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Restless Legs Syndrome

Restless Legs Syndrome

Sleep-related problems are among the most disabling consequences of TBI, with multiple influences: impairment of neuronal plasticity, metabolomic alterations, loss of vascular homeostasis, and disruption of the blood-brain barrier. The authors take a close look.

What's new in sleep medicine? The latest developments in both new and novel approaches to treating sleep disorders.

Depression is a frequent psychiatric comorbidity among patients with restless leg syndrome. The case presented here illustrates the importance of evaluating for RLS symptoms in patients with major depressive disorder who complain of insomnia.

Primary care physicians need to pay more attention to this common medical disorder that frequently is unrecognized or misdiagnosed.

Charles Dickens might well say of American psychiatry, “These are the best of times and the worst of times.”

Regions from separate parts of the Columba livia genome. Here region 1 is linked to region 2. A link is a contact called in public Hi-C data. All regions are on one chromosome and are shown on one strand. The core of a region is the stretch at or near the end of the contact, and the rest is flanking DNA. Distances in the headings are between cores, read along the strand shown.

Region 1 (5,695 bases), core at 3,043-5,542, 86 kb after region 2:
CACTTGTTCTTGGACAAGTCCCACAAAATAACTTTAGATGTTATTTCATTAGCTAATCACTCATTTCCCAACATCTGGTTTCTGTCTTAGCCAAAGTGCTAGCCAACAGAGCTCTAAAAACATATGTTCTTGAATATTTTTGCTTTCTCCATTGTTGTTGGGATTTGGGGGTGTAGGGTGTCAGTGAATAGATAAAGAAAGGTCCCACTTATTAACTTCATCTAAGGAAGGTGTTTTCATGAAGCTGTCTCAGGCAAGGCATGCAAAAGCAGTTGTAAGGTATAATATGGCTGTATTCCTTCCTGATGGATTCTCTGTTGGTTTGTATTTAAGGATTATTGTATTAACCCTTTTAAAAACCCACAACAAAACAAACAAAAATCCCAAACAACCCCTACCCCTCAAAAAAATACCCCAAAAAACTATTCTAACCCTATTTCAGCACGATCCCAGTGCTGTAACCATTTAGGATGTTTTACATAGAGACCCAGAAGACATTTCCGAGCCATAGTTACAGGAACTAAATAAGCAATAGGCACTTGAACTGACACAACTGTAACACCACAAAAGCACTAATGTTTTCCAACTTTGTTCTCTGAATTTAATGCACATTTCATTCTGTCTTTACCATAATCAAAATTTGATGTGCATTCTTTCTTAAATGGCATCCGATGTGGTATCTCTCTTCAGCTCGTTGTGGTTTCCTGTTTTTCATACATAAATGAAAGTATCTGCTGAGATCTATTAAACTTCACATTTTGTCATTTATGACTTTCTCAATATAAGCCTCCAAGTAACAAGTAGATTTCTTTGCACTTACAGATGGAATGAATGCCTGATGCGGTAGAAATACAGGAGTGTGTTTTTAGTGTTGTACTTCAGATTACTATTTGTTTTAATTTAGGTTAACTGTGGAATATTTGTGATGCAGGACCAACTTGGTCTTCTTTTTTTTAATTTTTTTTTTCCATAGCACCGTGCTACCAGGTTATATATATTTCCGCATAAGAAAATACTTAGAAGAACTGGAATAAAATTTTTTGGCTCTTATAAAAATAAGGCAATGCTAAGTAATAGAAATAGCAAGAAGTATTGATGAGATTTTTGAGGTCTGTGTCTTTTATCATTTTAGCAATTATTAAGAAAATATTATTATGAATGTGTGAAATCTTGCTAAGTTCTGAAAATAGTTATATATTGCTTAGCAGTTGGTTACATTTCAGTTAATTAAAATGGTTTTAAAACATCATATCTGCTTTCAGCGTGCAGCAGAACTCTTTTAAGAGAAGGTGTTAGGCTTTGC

Restless legs syndrome (RLS) is a neurosensory disorder first described by Sir Thomas Willis in 1672. As early as the 19th century, Theodor Wittmaack observed the comorbidity of RLS with depression and anxiety. He termed this condition “anxietas tibiarum” and believed it to be a form of hysteria.

A variety of conditions may account for the sleep difficulties experienced by many older adults, including specific sleep disorders, circadian rhythm disturbances, and medical and psychiatric comorbidities.


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